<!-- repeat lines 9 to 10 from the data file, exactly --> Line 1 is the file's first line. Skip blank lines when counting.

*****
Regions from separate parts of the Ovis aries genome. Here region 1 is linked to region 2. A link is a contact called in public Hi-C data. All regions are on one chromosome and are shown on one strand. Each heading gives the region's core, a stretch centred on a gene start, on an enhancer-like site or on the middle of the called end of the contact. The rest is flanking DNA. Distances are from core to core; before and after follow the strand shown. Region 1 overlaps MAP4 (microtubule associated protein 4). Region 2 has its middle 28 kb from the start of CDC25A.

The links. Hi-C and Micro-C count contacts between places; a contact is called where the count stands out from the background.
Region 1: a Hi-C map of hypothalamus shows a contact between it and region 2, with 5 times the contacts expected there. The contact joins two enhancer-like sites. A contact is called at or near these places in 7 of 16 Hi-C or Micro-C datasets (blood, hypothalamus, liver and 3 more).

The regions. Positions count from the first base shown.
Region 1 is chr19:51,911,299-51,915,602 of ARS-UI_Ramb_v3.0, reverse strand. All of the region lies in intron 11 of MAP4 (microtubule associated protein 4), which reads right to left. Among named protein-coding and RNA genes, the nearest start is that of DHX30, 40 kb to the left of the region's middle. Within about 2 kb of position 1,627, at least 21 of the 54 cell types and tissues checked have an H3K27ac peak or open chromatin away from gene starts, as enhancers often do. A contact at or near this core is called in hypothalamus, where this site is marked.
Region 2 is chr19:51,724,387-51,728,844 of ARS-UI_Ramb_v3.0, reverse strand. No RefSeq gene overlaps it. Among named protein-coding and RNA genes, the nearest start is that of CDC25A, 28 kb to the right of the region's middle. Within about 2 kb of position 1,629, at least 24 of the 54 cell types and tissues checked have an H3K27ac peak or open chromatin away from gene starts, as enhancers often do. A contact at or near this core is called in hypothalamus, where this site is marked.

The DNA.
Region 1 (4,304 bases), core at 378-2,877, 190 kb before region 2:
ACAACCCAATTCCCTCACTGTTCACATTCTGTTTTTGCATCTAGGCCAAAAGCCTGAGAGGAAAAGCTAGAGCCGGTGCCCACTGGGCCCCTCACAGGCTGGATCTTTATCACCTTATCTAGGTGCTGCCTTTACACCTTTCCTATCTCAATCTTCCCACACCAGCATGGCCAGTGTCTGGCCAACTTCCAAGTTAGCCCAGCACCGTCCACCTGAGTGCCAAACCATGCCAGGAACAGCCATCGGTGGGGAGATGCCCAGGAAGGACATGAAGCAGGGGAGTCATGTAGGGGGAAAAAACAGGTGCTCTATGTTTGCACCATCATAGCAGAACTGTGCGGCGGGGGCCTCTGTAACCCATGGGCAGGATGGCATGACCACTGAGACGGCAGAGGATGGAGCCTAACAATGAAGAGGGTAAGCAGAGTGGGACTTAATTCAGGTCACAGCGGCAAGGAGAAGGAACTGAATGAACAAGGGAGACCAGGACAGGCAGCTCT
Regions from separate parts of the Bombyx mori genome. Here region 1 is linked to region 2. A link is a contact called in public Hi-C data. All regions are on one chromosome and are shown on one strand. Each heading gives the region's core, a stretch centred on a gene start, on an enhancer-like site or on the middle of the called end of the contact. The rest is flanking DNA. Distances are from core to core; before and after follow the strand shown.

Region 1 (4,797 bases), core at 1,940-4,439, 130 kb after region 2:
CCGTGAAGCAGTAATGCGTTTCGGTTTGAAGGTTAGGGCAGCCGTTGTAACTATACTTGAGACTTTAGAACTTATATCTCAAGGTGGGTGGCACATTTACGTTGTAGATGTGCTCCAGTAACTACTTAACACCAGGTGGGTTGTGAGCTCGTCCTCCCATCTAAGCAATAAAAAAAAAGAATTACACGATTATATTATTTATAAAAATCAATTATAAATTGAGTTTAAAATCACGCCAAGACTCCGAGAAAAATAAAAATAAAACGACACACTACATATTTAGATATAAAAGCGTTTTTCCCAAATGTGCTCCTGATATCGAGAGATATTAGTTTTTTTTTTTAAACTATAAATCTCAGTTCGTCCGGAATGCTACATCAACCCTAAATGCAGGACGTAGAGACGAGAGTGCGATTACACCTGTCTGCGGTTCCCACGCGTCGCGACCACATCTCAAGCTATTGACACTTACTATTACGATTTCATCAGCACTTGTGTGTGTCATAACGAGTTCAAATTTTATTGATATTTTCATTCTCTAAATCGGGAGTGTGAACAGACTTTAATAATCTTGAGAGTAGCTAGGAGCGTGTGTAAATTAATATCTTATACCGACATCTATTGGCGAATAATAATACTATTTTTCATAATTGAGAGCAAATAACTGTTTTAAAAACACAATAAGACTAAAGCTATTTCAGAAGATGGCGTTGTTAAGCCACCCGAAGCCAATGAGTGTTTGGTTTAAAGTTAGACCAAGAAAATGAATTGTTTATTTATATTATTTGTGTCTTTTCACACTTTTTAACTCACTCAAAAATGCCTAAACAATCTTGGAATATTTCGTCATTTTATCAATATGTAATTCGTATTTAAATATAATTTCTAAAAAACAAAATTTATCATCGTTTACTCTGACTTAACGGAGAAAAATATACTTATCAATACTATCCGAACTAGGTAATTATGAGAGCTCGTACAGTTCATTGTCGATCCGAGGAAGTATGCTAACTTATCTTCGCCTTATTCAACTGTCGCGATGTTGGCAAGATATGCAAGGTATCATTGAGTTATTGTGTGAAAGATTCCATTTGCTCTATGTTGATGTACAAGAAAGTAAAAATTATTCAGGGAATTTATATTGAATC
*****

ACAACCCAATTCCCTCACTGTTCACATTCTGTTTTTGCATCTAGGCCAAAAGCCTGAGAGGAAAAGCTAGAGCCGGTGCCCACTGGGCCCCTCACAGGCTGGATCTTTATCACCTTATCTAGGTGCTGCCTTTACACCTTTCCTATCTCAATCTTCCCACACCAGCATGGCCAGTGTCTGGCCAACTTCCAAGTTAGCCCAGCACCGTCCACCTGAGTGCCAAACCATGCCAGGAACAGCCATCGGTGGGGAGATGCCCAGGAAGGACATGAAGCAGGGGAGTCATGTAGGGGGAAAAAACAGGTGCTCTATGTTTGCACCATCATAGCAGAACTGTGCGGCGGGGGCCTCTGTAACCCATGGGCAGGATGGCATGACCACTGAGACGGCAGAGGATGGAGCCTAACAATGAAGAGGGTAAGCAGAGTGGGACTTAATTCAGGTCACAGCGGCAAGGAGAAGGAACTGAATGAACAAGGGAGACCAGGACAGGCAGCTCT
Regions from separate parts of the Bombyx mori genome. Here region 1 is linked to region 2. A link is a contact called in public Hi-C data. All regions are on one chromosome and are shown on one strand. Each heading gives the region's core, a stretch centred on a gene start, on an enhancer-like site or on the middle of the called end of the contact. The rest is flanking DNA. Distances are from core to core; before and after follow the strand shown.